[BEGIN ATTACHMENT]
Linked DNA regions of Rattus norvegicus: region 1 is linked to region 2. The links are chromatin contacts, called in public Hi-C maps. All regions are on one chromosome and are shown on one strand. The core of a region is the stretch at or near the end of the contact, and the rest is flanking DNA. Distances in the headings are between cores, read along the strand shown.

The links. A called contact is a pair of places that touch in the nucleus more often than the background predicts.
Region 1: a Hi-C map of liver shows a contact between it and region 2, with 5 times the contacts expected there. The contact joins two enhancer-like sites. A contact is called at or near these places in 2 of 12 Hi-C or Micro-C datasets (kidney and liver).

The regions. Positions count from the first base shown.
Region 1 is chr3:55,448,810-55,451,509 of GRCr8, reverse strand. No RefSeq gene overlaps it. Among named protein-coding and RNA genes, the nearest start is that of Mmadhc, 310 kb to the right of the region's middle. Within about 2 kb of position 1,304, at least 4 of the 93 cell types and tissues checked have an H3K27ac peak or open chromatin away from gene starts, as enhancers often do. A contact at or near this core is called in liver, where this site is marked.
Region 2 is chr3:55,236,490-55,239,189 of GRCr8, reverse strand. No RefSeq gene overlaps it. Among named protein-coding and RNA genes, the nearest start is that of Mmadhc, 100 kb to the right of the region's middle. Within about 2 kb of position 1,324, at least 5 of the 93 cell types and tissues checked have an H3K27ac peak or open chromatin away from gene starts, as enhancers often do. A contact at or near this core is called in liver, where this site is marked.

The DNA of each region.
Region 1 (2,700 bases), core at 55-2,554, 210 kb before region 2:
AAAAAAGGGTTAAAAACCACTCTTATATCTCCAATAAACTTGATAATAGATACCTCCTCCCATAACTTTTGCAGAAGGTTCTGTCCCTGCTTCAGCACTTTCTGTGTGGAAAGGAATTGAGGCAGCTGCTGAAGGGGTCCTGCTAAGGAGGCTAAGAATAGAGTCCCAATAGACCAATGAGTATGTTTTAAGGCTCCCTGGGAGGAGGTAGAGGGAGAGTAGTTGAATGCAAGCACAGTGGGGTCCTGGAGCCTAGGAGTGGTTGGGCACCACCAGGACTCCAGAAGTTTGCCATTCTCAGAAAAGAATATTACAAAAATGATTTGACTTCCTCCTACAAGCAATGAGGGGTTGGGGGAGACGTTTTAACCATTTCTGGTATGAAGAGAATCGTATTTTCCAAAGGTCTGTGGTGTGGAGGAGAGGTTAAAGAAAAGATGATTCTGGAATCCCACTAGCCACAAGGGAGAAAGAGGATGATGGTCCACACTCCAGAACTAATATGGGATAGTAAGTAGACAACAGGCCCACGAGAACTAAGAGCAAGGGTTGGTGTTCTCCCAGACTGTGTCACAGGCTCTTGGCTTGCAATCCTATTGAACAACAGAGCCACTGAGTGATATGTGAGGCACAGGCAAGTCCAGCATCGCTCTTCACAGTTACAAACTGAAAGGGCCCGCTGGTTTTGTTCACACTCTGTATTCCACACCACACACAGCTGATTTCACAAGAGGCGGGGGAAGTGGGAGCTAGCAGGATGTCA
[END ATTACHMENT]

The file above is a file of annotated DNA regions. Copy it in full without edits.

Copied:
Linked DNA regions of Rattus norvegicus: region 1 is linked to region 2. The links are chromatin contacts, called in public Hi-C maps. All regions are on one chromosome and are shown on one strand. The core of a region is the stretch at or near the end of the contact, and the rest is flanking DNA. Distances in the headings are between cores, read along the strand shown.

The links. A called contact is a pair of places that touch in the nucleus more often than the background predicts.
Region 1: a Hi-C map of liver shows a contact between it and region 2, with 5 times the contacts expected there. The contact joins two enhancer-like sites. A contact is called at or near these places in 2 of 12 Hi-C or Micro-C datasets (kidney and liver).

The regions. Positions count from the first base shown.
Region 1 is chr3:55,448,810-55,451,509 of GRCr8, reverse strand. No RefSeq gene overlaps it. Among named protein-coding and RNA genes, the nearest start is that of Mmadhc, 310 kb to the right of the region's middle. Within about 2 kb of position 1,304, at least 4 of the 93 cell types and tissues checked have an H3K27ac peak or open chromatin away from gene starts, as enhancers often do. A contact at or near this core is called in liver, where this site is marked.
Region 2 is chr3:55,236,490-55,239,189 of GRCr8, reverse strand. No RefSeq gene overlaps it. Among named protein-coding and RNA genes, the nearest start is that of Mmadhc, 100 kb to the right of the region's middle. Within about 2 kb of position 1,324, at least 5 of the 93 cell types and tissues checked have an H3K27ac peak or open chromatin away from gene starts, as enhancers often do. A contact at or near this core is called in liver, where this site is marked.

The DNA of each region.
Region 1 (2,700 bases), core at 55-2,554, 210 kb before region 2:
AAAAAAGGGTTAAAAACCACTCTTATATCTCCAATAAACTTGATAATAGATACCTCCTCCCATAACTTTTGCAGAAGGTTCTGTCCCTGCTTCAGCACTTTCTGTGTGGAAAGGAATTGAGGCAGCTGCTGAAGGGGTCCTGCTAAGGAGGCTAAGAATAGAGTCCCAATAGACCAATGAGTATGTTTTAAGGCTCCCTGGGAGGAGGTAGAGGGAGAGTAGTTGAATGCAAGCACAGTGGGGTCCTGGAGCCTAGGAGTGGTTGGGCACCACCAGGACTCCAGAAGTTTGCCATTCTCAGAAAAGAATATTACAAAAATGATTTGACTTCCTCCTACAAGCAATGAGGGGTTGGGGGAGACGTTTTAACCATTTCTGGTATGAAGAGAATCGTATTTTCCAAAGGTCTGTGGTGTGGAGGAGAGGTTAAAGAAAAGATGATTCTGGAATCCCACTAGCCACAAGGGAGAAAGAGGATGATGGTCCACACTCCAGAACTAATATGGGATAGTAAGTAGACAACAGGCCCACGAGAACTAAGAGCAAGGGTTGGTGTTCTCCCAGACTGTGTCACAGGCTCTTGGCTTGCAATCCTATTGAACAACAGAGCCACTGAGTGATATGTGAGGCACAGGCAAGTCCAGCATCGCTCTTCACAGTTACAAACTGAAAGGGCCCGCTGGTTTTGTTCACACTCTGTATTCCACACCACACACAGCTGATTTCACAAGAGGCGGGGGAAGTGGGAGCTAGCAGGATGTCA